In 2010, Guiriba got another helping hand. Bill Lazar of the St. Johns Housing Partnership brought her aboard as the group’s rural advocate for the housing partnership and helped bring services to the folks in Hastings.

Over the years, Guiriba’s enterprise has evolved from selling pies like Chocolate Chunk Pecan and Blueberry Cream pies at the Hastings storefront and St. Augustine events to running the town’s food bank. Earlier this month, in fact, she closed the doors to Pie in the Sky’s storefront. Although she will continue to sell pies at special events, she says it just didn’t make financial sense to keep the doors open anymore.

“Pie in the Sky is everything that I ever could have imagined and more,” she says. “To do what we’ve done — and it’s not just me, it’s the people around me — has been amazing.”

It’s around 3 p.m. and the people who have been waiting patiently outside start to trickle into the gymnasium at the W.E. Harris Community Center. Guiriba has established a lottery system to indicate a place in line and upon entrance, each person must check in with an ID to verify name and number. “There is an anxiety that the food will run out,” she explains. “It’s never happened, but people still get fearful.”

Young moms, the disabled, the elderly, veterans and migrant farm workers are just some of the personalities who come to the food bank each week. “This community represents a microcosm of all of society,” Guiriba says. Each person is allowed to choose one or two items from each area. The pineapples go fast, as do cans of tuna. Other items like tempeh, tofu and fancy European cheeses don’t move as quickly.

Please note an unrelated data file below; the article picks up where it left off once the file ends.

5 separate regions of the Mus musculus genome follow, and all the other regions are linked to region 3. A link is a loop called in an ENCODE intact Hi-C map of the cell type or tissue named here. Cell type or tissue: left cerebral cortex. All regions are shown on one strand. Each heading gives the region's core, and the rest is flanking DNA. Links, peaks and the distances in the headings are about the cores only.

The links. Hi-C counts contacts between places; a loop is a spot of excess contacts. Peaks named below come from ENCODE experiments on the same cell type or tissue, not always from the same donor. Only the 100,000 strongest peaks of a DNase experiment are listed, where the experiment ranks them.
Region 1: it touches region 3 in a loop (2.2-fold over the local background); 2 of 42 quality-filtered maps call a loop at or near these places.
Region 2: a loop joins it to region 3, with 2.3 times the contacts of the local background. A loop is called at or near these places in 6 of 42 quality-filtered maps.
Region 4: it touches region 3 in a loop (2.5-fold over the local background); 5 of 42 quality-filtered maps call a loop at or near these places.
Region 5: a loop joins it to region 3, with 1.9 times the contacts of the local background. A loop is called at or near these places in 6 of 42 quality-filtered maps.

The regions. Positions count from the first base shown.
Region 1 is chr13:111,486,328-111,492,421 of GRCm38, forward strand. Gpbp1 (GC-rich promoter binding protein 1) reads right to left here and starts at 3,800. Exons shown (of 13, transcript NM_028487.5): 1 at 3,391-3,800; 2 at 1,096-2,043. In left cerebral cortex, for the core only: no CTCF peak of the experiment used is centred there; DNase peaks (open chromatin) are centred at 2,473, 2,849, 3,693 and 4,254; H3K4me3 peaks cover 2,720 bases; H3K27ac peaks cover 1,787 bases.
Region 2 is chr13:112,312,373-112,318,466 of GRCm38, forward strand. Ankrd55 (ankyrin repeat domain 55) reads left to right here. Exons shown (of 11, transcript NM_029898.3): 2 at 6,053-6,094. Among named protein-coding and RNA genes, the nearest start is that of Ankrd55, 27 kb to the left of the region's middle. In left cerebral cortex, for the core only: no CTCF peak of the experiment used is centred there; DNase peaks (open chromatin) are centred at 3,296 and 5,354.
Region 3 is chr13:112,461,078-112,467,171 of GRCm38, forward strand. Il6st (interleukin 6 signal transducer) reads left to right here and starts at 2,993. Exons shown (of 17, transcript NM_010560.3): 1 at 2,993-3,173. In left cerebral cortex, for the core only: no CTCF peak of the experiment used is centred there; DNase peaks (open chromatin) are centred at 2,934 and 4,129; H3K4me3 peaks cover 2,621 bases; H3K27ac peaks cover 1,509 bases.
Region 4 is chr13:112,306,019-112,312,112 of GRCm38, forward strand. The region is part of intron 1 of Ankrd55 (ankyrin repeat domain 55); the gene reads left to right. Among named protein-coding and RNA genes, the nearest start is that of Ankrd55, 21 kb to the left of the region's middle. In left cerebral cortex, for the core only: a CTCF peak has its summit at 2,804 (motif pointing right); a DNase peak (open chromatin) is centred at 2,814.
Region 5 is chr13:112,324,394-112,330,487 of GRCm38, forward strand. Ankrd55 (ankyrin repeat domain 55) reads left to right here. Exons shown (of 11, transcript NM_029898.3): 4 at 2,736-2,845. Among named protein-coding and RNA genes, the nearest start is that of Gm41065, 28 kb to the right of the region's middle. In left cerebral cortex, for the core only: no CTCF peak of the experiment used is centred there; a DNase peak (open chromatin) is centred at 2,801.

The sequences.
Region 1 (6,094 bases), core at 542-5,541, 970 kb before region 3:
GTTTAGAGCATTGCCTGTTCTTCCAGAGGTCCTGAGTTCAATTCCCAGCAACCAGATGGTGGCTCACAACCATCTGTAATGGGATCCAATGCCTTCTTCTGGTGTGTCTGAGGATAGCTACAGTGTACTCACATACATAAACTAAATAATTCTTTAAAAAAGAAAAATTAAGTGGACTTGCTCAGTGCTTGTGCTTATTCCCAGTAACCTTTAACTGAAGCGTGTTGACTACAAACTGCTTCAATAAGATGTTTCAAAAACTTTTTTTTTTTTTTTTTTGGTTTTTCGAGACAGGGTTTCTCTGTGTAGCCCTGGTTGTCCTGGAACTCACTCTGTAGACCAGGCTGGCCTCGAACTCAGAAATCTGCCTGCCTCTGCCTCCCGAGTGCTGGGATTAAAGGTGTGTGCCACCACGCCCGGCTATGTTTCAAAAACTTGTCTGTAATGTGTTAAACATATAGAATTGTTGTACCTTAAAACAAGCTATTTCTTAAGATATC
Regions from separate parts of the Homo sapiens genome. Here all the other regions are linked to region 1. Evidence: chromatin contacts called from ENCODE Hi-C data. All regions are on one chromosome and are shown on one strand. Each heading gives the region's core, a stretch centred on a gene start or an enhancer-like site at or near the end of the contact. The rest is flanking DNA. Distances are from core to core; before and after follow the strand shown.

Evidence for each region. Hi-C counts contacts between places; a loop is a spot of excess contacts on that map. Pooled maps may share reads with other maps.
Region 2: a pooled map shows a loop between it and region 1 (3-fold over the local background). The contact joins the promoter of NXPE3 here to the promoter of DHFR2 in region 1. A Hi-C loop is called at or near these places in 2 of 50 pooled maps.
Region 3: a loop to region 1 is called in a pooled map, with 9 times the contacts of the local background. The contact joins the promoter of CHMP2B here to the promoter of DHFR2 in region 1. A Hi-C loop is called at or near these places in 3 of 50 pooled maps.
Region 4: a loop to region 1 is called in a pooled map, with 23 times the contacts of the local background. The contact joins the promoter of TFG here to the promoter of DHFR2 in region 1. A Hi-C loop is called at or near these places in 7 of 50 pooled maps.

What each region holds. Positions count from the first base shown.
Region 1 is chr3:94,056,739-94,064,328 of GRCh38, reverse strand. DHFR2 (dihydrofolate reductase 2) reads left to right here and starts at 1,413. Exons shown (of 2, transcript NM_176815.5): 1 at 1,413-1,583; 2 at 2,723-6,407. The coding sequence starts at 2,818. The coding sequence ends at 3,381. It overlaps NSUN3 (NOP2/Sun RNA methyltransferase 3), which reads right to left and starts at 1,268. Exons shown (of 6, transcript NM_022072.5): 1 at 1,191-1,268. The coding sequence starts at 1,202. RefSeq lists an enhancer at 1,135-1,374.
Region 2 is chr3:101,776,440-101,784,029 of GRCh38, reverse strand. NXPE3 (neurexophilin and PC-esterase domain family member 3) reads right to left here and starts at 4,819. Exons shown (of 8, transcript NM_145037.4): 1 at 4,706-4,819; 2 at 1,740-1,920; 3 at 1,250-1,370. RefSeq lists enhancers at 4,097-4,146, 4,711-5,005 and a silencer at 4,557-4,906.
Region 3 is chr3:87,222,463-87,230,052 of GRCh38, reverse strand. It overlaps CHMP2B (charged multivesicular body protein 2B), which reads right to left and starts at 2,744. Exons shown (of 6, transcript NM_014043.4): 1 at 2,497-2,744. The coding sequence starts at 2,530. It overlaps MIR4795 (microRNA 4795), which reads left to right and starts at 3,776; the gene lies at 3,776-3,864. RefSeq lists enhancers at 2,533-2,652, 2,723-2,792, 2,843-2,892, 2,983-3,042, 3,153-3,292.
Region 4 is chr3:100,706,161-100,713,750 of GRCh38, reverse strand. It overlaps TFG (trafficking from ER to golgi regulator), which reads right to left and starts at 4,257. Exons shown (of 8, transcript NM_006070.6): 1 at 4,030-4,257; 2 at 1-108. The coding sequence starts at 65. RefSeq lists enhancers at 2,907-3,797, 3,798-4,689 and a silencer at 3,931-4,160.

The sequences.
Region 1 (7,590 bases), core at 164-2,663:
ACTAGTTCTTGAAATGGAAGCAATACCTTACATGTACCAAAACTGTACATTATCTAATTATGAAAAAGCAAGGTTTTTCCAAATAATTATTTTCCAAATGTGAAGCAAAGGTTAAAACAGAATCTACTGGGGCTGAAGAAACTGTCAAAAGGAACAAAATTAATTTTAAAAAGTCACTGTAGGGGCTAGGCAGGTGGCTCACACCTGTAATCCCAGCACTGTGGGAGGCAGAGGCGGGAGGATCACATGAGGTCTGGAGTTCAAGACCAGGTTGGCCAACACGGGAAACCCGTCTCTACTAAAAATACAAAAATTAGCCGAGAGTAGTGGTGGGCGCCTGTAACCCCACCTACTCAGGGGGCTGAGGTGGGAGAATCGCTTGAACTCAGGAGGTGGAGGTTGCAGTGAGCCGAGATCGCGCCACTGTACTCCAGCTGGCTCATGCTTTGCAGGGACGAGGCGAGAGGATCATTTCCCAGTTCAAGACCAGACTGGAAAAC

Any leftovers are donated to a local pig farmer who in turn donates a pig at the end of the season to be slaughtered and divvied up for food.

Joan DeWitt has lived in Hastings for 40 years and volunteered at the food bank for one. She is one of Guiriba’s biggest fans. “She’s outstanding,” DeWitt says. “I can’t describe her. I just get chills when I think about it. She helps everybody and it’s amazing what she does. She’s just a loving person.”

Ellen Walden, a Pie in the Sky board member who lives in Elkton and works as a human services specialist at St. Johns County Social Services, says Guiriba’s been a force for organizing charitable efforts in town. “For six months, before Second Harvest got on board, we were moving food in Malea’s truck and setting up in front of the library. We looked like the Beverly Hillbillies.”

Walden, who’s known Guiriba for six years, believes she’s getting the support she does from the community because of her desire to help. “That passion is what has led to people trusting her,” Walden adds.

Sitting at the picnic table by the bayfront, Guiriba acknowledges that there’s a long row to hoe in Hastings, a place that requires hard work, not wizardry, to heal. But she also believes there’s room for a little idealism — and the deep, satisfying sweetness of a well-made pie.

“I know peace won’t come to this community because I’m here for one day or one month,” she says. “This is a long-term commitment.”

Kara Pound

Folio is your guide to entertainment and culture around and near Jacksonville, Florida. We cover events, concerts, restaurants, theatre, sports, art, happenings, and all things about living and visiting Jax. Folio serves more than two million readers across Jacksonville and Northeast Florida, including St. Augustine, The Beaches, and Fernandina.